Democratic New York City mayor Bill de Blasio raised eyebrows on Tuesday for his explanation as to why he continues to crack down on religious gatherings while allowing the George Floyd protests amid the coronavirus outbreak.
Following fierce condemnation, the mayor received for repeatedly singling out Jewish communities on social media for not abiding the shutdown guidelines, reporter Reuvain Borchardt from the Jewish newspaper Hamodia pressed de Blasio on his stance of the lockdown as thousands have taken to the streets, some even rioting and looting across the city.
“The retail store owners have been closed for two months… People from attending houses of worship, our regular part of life, have been banned from doing so with more than 10 people. Now you’ve expressed solidarity with this particular protest cause, is that why it’s been given dispensation to disregard epidemic guidelines?” Borchardt asked. “Are we in a pandemic or not? And do we have one set of rules for protesters and another for everyone else?”
“Thank you, you’re a smart guy asking a smart question, but I’m going to tell you that anyone who thinks there’s different rules for different people, again, is not trying very hard to see the reality,” de Blasio responded. “We’re in the middle of a national crisis, a deep-seated national crisis. There is no comparison. I’m sorry, I do feel for the store owners. I really do.”
After explaining the phase rollout of New York City’s reopening, he continued, “When you see a nation, an entire nation simultaneously grappling with an extraordinary crisis seeded in 400 years of American racism, I’m sorry, that is not the same question as the understandably aggrieved store owner or the devout religious person who wants to go back to services. This is something that’s not about which side of the spectrum you’re on. It’s about a deep, deep American crisis… Sorry guys, there’s a world outside New York City. So we’re dealing with this.”
Critics piled on the Democratic mayor for his apparent disregard for First Amendment religious rights.
“Again, this means he is actively violating the First Amendment. ‘I agree with the cause’ is not a rationale for allowing one type of gathering while disallowing another. Also, f*** off you absolute incompetent toolbag, @BilldeBlasio,” Ben Shapiro reacted.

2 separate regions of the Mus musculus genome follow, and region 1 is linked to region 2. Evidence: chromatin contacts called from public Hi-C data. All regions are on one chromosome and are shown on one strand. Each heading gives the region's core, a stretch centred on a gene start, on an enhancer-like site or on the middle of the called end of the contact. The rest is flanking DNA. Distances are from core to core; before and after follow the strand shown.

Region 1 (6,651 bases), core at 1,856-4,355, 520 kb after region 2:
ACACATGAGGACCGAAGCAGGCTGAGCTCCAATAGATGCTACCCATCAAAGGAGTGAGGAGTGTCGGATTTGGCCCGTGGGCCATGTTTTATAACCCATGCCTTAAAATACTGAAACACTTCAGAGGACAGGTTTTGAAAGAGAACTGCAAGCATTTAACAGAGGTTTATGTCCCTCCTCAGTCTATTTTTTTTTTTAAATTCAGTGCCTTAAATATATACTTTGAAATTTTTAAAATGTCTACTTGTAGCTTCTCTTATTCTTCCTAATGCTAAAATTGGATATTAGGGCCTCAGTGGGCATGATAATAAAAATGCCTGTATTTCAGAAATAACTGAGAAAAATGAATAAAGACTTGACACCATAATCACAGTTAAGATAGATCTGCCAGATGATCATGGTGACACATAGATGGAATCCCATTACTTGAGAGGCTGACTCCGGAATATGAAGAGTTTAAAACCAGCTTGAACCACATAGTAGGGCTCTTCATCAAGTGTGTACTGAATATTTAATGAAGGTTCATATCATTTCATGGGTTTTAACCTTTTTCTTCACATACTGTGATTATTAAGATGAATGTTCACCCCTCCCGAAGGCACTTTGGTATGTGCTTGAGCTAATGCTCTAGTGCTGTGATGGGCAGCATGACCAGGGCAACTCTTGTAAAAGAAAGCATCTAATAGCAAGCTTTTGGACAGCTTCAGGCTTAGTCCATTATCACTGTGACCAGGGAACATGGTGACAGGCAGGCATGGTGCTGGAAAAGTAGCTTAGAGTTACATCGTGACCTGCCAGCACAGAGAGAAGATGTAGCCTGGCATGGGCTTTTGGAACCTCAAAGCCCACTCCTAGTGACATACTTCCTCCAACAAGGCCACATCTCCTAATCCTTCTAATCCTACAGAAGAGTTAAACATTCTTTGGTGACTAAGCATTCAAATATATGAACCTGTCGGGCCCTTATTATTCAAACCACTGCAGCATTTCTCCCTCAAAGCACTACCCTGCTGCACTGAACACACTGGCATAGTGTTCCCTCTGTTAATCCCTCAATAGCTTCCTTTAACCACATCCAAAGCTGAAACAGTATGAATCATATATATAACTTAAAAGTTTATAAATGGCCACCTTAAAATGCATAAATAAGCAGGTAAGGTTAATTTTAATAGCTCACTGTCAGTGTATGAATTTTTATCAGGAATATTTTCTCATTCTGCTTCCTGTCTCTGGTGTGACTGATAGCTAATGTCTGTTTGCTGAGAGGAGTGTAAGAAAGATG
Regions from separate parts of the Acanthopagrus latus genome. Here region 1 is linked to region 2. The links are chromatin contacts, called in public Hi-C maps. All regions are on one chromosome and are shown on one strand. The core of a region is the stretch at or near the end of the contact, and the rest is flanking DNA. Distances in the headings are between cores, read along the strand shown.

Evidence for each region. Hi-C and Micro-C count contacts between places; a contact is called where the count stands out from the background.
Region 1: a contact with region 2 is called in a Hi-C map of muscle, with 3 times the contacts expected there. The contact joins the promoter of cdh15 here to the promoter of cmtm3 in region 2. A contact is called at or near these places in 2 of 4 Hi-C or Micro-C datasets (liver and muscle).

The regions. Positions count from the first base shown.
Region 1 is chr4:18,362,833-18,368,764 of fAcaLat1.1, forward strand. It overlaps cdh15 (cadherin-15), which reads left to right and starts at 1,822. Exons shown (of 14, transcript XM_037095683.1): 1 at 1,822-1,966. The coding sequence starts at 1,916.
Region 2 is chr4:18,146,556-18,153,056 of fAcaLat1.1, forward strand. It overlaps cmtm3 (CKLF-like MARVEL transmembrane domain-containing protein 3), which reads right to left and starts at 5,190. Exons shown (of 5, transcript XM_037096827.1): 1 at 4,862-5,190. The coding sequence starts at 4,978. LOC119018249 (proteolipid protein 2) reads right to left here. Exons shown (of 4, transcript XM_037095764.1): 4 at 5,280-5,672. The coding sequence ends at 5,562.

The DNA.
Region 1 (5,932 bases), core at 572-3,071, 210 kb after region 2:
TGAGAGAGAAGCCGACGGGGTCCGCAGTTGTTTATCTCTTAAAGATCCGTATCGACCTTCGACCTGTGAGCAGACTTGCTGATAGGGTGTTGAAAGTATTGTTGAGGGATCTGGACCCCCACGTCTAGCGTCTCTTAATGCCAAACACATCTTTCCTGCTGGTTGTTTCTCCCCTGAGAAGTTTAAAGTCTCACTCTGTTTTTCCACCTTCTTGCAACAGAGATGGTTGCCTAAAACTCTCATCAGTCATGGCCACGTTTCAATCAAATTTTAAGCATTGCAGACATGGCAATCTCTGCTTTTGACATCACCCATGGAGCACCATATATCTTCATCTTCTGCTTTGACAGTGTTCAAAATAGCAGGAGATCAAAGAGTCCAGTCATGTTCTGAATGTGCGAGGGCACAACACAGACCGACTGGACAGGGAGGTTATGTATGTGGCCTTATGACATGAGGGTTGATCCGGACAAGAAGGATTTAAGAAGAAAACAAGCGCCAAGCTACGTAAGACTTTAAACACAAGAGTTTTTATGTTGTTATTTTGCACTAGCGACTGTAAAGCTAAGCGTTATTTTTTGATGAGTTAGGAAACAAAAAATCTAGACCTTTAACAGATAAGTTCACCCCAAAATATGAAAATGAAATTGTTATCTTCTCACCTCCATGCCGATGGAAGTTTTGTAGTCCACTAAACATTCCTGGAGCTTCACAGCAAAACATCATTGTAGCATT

“Hooooo boy, Mayor Lindbergh has some thoughts on Jews. He’s asked why Jews can’t pray in groups and responds by associating Jews with merchants who don’t know oppression,” Washington Examiner executive editor Seth Mandel scolded the mayor.
“This is not how it works. You cannot apply selective limitations on rights based on your view of the underlying cause. These rules either apply broadly or they don’t apply at all. It’s clear we are at the point where political leaders have chosen the latter,” writer AG Hamiton tweeted.
“De Blasio picks looters over law-abiding business owners because ‘400 years of racism.’ No wonder his city is being burned,” political commentator Andrew Sullivan said.
“Yes, it’s a good thing that there’s no history of religious persecution in the world!” National Review senior writer David Harsanyi exclaimed.
Critics on both sides of the aisle have been calling for de Blasio’s resignation over his handling of the coronavirus outbreak as well as the ongoing protests and riots that have taken place in his city.
The mayor was previously criticized for his outspokenness about shutting down Jewish gatherings, including Yeshiva classes and the funeral of a rabbi that gathered hundreds in Brooklyn.